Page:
SEE RESIDENTIAL HOUSING AVAILABLE NOW
A fitting moment for Fort Monroe
On May 23, President Barack Obama should ensure that future generations learn the story of three young black men who - exactly 150 years ago - set out on a journey that would change the course of our nation's history.
Their names were Frank Baker, Shepard Mallory and James Townsend, each enslaved by a man who had cast his lot with the Confederacy and volunteered them to serve the same cause.
But the three - as Adam Goodheart, author of "1861: The Civil War Awakening," recounted in a recent New York Times Magazine piece - hoped for a different future. They rowed across the James River to Hampton's Fort Monroe, "a lonely Union redoubt in the heart of the new Confederate territory," to seek refuge.
The fort's newly arrived commander, a lawyer named Benjamin Butler who'd become a professional soldier less than a month before, was no abolitionist. But he saw a chance to drive a wedge into the Southern cause; he refused to return the slaves, claiming them as "contraband" of war.
The events touched off, in Goodheart's words, a "revolution in the minds of slaves." Freedom was now a real possibility. And Freedom's Fortress - as Fort Monroe became known to the tens of thousands of slaves who journeyed there - was where it would begin.
This fall, the U.S. Army is scheduled to vacate the fort and turn its 565 acres on the Chesapeake Bay over to the state of Virginia.
With the transfer of land, a rich and fascinating history also will be conveyed - a history that spans four centuries and is populated by Capt. John Smith, Chief Black Hawk, Edgar Allan Poe, Harriet Tubman, Jefferson Davis, Abraham Lincoln and many others. It's a history - retold last summer in "Free to Fight," a series by The Pilot's Kate Wiltrout - that encompasses slavery's earliest days and its end.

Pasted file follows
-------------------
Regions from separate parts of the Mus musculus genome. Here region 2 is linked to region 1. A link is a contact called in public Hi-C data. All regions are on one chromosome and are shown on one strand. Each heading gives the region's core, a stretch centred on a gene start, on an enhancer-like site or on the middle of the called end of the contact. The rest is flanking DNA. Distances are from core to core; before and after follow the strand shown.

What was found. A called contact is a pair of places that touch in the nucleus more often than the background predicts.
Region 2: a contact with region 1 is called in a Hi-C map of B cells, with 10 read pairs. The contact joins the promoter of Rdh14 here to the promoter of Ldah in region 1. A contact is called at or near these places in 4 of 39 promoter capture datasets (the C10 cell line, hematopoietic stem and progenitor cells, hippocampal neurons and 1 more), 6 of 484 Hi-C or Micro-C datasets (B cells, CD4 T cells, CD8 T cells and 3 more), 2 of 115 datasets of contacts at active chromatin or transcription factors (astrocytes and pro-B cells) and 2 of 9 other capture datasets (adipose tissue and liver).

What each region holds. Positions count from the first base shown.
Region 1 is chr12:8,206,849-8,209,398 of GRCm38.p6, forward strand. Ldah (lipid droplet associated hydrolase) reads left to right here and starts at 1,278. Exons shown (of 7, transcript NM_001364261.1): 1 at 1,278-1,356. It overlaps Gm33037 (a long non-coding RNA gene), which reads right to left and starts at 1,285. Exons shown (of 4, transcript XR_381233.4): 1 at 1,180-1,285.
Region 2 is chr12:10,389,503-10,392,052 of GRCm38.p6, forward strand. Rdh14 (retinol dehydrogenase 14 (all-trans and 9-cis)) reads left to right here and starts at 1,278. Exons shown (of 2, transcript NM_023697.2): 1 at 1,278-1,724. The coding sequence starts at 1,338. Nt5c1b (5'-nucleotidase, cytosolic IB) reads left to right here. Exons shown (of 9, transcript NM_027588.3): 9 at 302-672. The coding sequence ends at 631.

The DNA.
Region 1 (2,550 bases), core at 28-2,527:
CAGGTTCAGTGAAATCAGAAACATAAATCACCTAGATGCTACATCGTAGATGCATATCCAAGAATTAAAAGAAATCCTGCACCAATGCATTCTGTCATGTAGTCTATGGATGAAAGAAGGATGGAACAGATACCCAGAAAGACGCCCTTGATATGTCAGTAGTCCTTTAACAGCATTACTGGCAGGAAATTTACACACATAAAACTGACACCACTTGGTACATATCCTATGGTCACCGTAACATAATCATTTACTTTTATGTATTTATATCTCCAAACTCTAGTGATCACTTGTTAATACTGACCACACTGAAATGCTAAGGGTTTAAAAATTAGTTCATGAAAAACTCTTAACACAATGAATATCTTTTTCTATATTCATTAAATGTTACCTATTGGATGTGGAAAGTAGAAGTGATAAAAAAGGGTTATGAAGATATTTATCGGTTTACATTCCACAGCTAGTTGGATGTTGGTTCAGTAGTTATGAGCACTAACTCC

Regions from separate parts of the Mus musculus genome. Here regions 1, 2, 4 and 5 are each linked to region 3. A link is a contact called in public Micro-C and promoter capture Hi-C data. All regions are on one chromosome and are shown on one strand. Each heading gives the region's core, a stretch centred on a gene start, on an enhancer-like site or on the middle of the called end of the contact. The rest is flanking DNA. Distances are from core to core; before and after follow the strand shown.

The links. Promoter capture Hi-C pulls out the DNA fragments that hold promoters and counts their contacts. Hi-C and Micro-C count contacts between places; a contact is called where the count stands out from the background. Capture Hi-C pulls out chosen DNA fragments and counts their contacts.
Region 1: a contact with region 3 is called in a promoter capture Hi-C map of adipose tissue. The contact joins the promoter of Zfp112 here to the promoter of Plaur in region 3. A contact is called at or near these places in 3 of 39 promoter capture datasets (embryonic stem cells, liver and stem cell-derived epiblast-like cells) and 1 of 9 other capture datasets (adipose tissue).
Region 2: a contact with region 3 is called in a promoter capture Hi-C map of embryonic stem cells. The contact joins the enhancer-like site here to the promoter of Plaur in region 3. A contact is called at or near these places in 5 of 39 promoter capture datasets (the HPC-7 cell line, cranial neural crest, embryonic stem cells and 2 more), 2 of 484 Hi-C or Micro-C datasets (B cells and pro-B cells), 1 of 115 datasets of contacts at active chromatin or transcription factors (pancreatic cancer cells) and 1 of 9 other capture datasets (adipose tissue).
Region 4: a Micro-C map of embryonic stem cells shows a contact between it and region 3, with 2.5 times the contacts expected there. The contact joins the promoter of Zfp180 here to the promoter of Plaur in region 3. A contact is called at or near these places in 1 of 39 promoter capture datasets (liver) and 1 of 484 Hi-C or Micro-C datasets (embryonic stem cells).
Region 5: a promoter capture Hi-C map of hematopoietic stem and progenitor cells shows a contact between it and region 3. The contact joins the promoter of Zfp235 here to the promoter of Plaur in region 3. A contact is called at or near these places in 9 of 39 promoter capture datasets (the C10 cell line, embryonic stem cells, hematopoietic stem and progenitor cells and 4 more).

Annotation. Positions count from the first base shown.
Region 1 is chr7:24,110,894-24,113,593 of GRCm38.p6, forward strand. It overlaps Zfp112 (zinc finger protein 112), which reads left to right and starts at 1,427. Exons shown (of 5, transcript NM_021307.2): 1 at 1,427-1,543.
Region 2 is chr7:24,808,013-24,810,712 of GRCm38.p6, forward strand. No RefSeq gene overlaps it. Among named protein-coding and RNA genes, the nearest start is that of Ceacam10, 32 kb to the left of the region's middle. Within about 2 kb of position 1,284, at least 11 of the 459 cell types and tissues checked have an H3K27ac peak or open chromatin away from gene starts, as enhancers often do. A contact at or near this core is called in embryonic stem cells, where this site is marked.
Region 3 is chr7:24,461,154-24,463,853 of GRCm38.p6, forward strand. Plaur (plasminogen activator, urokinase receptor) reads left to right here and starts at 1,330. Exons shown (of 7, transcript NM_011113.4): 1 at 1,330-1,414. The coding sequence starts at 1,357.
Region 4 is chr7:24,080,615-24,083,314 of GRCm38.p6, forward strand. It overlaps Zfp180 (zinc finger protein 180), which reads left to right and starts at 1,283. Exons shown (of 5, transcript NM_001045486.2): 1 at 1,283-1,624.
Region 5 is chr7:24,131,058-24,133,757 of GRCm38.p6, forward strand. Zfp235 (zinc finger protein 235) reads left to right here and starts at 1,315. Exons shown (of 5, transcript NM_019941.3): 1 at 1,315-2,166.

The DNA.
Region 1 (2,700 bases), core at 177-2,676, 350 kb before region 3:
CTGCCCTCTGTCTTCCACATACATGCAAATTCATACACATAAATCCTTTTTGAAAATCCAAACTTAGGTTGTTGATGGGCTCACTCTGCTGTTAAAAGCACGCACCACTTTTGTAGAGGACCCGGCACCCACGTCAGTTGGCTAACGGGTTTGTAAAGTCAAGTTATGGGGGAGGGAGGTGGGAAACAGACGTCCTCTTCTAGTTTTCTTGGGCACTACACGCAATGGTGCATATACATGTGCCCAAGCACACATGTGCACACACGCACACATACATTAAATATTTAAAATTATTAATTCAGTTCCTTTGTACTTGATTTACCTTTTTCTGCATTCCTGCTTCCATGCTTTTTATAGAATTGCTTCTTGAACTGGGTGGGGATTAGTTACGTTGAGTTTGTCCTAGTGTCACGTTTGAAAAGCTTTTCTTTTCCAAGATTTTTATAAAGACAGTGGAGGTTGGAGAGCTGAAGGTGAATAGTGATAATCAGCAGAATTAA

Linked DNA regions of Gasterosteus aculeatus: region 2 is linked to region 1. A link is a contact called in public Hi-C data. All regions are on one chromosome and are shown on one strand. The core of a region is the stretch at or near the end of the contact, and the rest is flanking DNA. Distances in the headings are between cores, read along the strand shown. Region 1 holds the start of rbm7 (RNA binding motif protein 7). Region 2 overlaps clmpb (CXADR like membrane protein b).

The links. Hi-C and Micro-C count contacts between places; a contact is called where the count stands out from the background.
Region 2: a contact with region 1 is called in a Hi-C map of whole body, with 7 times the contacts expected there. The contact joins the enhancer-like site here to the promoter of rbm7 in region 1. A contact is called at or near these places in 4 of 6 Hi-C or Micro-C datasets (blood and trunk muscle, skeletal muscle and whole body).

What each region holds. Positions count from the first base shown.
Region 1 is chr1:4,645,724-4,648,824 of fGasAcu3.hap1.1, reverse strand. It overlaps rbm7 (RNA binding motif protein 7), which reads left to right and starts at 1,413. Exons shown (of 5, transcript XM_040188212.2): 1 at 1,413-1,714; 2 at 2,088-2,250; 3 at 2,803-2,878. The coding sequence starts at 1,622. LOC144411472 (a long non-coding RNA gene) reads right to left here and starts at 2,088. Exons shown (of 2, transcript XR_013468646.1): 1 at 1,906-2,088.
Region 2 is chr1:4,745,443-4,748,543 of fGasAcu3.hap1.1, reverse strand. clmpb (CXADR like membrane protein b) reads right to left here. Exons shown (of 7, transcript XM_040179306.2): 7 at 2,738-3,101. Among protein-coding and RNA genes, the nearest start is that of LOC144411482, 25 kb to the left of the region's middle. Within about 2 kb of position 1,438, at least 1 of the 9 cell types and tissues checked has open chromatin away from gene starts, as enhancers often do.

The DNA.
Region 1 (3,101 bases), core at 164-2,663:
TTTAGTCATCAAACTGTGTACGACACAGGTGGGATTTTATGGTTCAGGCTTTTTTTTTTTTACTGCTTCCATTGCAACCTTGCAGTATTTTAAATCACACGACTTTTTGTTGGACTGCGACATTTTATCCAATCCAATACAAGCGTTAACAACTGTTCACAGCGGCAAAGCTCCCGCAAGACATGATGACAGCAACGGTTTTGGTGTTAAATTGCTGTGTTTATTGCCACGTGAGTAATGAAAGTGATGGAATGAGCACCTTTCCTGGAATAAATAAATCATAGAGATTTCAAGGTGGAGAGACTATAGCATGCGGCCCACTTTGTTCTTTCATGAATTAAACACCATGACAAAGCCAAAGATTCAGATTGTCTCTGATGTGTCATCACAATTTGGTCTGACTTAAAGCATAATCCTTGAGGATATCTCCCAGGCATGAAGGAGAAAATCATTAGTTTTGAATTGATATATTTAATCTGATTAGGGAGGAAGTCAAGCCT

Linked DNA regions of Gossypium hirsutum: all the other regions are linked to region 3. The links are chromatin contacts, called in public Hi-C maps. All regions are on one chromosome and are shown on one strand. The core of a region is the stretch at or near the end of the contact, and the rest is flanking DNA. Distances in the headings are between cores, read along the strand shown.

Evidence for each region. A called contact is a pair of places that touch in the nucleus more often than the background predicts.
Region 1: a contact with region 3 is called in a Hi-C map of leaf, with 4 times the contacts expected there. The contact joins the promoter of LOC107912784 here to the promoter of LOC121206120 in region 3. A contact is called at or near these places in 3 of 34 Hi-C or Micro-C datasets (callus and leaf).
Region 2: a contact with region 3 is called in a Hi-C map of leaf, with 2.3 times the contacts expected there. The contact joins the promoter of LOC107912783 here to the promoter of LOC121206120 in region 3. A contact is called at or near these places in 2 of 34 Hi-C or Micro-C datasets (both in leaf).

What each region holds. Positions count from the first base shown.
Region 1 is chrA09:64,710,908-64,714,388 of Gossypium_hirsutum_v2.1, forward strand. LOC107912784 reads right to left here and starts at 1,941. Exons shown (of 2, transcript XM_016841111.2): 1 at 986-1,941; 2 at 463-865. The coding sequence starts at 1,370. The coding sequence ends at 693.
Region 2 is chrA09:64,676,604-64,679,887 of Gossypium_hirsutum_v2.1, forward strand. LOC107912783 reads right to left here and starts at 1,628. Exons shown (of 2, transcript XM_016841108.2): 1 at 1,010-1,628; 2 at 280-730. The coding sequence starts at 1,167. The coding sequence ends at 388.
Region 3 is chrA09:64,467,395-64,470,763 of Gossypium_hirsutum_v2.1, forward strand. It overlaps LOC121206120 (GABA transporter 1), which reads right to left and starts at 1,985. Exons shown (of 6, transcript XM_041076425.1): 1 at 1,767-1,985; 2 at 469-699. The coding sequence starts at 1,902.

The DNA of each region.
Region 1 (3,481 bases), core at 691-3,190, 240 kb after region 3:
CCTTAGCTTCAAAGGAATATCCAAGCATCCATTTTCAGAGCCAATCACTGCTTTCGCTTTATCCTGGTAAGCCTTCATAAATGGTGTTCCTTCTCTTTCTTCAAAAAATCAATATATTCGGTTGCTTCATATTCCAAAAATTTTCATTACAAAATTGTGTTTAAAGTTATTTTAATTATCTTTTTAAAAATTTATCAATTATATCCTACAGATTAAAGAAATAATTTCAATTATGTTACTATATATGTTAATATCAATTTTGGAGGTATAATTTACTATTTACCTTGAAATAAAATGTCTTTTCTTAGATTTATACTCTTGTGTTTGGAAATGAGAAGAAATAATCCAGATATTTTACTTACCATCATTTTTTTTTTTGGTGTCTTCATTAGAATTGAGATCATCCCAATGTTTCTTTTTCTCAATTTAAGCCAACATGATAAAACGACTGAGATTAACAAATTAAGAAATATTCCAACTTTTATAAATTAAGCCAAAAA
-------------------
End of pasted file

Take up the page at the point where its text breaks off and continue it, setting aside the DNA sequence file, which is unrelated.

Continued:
After several years of debate over what should become of this land and this history, plans now call for converting part of Fort Monroe into a national park. The state would rent some of the existing buildings and oversee low-intensity development designed to complement the park.
Supporters of this vision have asked the National Park Service to help draft legislation to add the fort to the park system, but so far there's been little progress.
Given the agenda facing Congress - and the difficulties building a consensus on much of anything on Capitol Hill these days - it's time to pursue a different route for securing the future of Fort Monroe.
A century-old law, the Antiquities Act, authorizes presidents to declare "objects of historic or scientific interest" as national monuments.
Over the years, the act has been invoked by Democratic and Republican administrations to preserve natural treasures such as the Grand Canyon and historic landmarks such as Harpers Ferry and Appomattox.
White House officials have been briefed on the history of Fort Monroe and its potential as a historic attraction and educational resource. It is reportedly on a short list of sites under consideration for designation as a national monument under the Antiquities Act.
In February, four members of the Hampton Roads congressional delegation - Republican Reps. Scott Rigell, Randy Forbes and Rob Wittman and Democratic Rep. Bobby Scott - sent a letter to the president urging him to use "all powers at your disposal to expedite" the designation of Fort Monroe as a national park.
In their letter, the congressmen note that a national conversation about the Civil War has started. They reflect upon the fort's history as the place where slavery began in the New World - the first ship carrying captive Africans arrived at what was then known as Old Point Comfort in 1619 - and as the place where slavery began to end.
"This is the first anniversary of the war," they write, "where a large number of historians and Americans are examining the war through the prism of the African Americans who experienced the war both in the North and the South, freeman and slave. That examination would be greatly enhanced with the incorporation of Fort Monroe into the National Park system."
And May 23 - the day Baker, Mallory and Townsend started a revolution of the mind - would be a fitting moment for the president to issue a proclamation to make Fort Monroe a national monument, to reinforce the proper place of Freedom's Fortress in America's imagination and in its history.